In a study from the Multinational Association for the Supportive Care in Cancer (MASCC) of 2142 high- and low-risk patients with chemotherapy-related neutropenic fever, there were 499 bacteremias (23 percent) [47]. Gram-positive organisms accounted for 57 percent of cases, gram-negative organisms for 34 percent, and polymicrobial bacteremia for 10 percent.

The following observations have been made about bacterial infections in neutropenic patients:

Bacteria are the most frequent infectious causes of neutropenic fever [48].

Gram-negative bacteria (eg, P. aeruginosa) are generally associated with the most serious infections.

S. epidermidis is the most common gram-positive pathogen, accounting for approximately one-half of all infections due to gram-positive infections. It is much less virulent than other bacterial pathogens [46].

Among gram-positive bacteria, S. aureus (particularly methicillin-resistant strains), some viridans streptococci, and enterococci (particularly vancomycin-resistant strains) can cause serious infections [39]. In some European cancer centers, methicillin resistance has dominated among S. aureus bloodstream isolates [49].

Although anaerobic bacteria are abundant in the alimentary tract, they are infrequent pathogens isolated from patients with neutropenic fever. However, they can contribute to the pathogenesis of necrotizing mucositis, sinusitis, periodontal cellulitis, perirectal cellulitis, intra-abdominal or pelvic infection, and neutropenic enterocolitis (typhlitis) and can cause anaerobic bacteremia.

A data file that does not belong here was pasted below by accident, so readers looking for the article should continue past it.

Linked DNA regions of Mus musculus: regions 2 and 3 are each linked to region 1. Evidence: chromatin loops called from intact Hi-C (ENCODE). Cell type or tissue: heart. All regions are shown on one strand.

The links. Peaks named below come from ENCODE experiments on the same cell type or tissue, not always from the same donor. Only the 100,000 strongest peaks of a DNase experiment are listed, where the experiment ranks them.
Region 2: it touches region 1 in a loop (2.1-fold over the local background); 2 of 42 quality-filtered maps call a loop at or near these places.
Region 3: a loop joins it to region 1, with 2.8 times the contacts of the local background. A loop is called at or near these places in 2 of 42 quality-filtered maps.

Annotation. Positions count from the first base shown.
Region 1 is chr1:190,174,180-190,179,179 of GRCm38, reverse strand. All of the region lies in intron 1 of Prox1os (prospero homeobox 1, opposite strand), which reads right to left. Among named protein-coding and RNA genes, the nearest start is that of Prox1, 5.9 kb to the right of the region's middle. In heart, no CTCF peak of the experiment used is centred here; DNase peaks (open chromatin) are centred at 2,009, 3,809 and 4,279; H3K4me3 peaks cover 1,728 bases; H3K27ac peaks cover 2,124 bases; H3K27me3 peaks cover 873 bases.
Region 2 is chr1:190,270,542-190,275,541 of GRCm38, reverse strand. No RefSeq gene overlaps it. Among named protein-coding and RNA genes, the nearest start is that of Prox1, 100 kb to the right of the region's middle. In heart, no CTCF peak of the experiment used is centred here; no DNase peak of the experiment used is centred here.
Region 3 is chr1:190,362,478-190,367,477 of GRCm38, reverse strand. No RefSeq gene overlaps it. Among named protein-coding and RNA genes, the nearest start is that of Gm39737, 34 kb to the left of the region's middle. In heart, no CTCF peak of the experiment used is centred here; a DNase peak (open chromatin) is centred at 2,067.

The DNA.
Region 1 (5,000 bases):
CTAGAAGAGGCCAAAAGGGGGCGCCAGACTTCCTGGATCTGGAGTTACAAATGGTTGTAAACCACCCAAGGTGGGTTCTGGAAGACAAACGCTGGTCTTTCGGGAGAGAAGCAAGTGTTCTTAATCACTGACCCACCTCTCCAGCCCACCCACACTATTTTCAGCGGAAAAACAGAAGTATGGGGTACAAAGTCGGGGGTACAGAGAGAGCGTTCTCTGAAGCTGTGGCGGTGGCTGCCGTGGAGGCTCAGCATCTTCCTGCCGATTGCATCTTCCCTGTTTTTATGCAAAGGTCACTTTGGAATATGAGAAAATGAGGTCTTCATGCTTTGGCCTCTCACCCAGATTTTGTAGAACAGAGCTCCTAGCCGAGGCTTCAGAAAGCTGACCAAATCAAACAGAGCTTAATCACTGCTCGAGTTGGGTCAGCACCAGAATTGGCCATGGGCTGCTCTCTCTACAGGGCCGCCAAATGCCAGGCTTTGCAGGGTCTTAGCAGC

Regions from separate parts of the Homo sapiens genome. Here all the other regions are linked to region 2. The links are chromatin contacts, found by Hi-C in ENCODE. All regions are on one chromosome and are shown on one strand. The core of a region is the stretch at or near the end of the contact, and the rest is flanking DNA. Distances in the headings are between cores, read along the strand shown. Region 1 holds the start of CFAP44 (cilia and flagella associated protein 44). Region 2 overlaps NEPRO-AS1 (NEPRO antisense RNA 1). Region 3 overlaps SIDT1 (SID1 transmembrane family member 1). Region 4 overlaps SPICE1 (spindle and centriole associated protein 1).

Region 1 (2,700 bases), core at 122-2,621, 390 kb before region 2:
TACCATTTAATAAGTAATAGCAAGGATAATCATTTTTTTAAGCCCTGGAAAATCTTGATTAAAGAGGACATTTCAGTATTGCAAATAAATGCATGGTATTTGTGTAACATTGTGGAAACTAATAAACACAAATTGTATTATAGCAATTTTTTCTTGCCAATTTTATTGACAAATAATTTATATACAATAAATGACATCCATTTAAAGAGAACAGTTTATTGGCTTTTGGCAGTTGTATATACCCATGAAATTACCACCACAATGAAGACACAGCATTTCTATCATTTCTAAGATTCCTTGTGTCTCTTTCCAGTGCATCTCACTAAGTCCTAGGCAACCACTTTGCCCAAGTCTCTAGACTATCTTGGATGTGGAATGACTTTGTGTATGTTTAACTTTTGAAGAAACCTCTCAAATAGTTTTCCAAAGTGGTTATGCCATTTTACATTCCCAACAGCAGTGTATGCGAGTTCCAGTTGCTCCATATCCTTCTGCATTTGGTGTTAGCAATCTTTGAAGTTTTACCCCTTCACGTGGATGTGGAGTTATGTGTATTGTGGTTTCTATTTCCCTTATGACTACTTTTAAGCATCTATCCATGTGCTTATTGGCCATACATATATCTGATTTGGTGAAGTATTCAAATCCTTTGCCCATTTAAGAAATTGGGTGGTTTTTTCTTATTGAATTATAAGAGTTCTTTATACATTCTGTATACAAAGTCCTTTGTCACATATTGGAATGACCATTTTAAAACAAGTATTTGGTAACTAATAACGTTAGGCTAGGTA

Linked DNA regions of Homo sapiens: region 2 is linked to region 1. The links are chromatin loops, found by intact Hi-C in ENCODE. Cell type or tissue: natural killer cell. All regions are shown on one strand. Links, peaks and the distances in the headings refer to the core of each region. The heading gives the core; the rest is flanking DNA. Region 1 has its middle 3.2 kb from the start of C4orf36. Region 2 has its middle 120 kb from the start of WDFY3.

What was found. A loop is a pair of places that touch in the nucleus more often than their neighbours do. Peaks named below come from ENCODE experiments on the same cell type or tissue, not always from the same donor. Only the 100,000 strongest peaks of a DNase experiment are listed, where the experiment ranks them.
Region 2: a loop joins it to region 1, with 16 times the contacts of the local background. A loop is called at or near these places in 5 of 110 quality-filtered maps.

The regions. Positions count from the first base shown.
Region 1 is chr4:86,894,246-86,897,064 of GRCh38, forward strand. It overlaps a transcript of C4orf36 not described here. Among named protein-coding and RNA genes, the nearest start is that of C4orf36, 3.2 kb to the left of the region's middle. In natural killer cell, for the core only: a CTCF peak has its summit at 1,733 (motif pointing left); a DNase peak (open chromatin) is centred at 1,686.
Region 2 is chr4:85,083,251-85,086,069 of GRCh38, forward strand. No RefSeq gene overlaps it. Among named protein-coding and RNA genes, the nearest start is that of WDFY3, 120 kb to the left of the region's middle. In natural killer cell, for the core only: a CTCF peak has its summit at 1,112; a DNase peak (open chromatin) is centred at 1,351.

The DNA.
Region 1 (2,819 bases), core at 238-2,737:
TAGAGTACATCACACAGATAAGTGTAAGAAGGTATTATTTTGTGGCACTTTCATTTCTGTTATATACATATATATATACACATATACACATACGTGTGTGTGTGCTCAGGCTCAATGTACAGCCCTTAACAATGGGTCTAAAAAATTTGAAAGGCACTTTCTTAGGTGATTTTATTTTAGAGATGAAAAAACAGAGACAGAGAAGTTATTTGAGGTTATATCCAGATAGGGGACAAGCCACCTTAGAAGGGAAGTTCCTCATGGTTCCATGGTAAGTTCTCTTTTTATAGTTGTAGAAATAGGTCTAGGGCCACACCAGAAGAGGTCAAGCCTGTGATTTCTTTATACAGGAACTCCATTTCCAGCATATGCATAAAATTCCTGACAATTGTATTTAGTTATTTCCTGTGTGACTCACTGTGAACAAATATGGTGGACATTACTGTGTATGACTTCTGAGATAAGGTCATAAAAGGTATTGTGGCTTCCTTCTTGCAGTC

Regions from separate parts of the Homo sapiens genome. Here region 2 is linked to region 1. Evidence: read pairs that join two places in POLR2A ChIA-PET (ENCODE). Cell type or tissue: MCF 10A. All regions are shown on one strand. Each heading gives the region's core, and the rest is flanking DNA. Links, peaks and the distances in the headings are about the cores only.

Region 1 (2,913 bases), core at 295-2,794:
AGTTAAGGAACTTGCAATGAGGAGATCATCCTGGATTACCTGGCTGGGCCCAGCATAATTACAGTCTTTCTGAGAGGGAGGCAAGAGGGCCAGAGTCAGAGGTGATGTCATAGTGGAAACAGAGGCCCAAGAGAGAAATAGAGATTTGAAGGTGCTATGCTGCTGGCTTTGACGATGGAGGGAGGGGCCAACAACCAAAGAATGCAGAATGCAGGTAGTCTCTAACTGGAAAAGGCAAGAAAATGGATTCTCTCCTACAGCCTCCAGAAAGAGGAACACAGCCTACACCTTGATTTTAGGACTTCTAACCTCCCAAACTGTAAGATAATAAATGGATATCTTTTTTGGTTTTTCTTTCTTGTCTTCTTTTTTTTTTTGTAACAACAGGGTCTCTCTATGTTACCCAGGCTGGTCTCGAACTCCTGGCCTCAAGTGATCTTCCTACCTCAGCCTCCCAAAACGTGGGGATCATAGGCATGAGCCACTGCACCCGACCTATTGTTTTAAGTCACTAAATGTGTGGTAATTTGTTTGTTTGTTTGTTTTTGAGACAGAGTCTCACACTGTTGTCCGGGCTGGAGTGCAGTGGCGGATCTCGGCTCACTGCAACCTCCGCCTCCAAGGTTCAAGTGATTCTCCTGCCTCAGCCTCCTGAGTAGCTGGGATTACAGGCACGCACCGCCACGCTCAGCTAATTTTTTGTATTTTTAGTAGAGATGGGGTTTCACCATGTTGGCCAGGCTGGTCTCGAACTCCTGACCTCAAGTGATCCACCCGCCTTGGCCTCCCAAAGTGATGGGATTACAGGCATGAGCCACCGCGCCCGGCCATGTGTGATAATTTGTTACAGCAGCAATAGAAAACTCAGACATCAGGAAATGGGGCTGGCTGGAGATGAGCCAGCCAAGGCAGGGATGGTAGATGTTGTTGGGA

Polymicrobial infections are infrequent, but their frequency appears to be rising [48].

Fungal pathogens — Fungal pathogens are common in high-risk patients with neutropenic fever (table 1) but are uncommon in low-risk patients. The risk for invasive fungal infections increases with the duration and severity of neutropenia, prolonged antibiotic use, and number of chemotherapy cycles. Fungi are rarely the cause of the first febrile episode in neutropenic patients [50]. More commonly, invasive fungal infections occur later as a cause of persistent or recurrent neutropenic fever. However, fungal infections can occasionally present early or even prior to initial chemotherapy.

In an autopsy study of patients who died after prolonged febrile neutropenia between 1966 and 1975, 69 percent of patients had evidence of invasive fungal infections [51]. It is important to note that this study was done before either antifungal prophylaxis or early diagnosis and treatment of invasive fungal infections was routine. Also, diagnostic methods have improved over time.

The following observations have been made about fungal infections in general and about specific fungal pathogens:

Fungi are rarely identified as the cause of initial fever during neutropenia. More commonly, they are identified as causes of persistent or recurrent fever beyond the first week of neutropenia.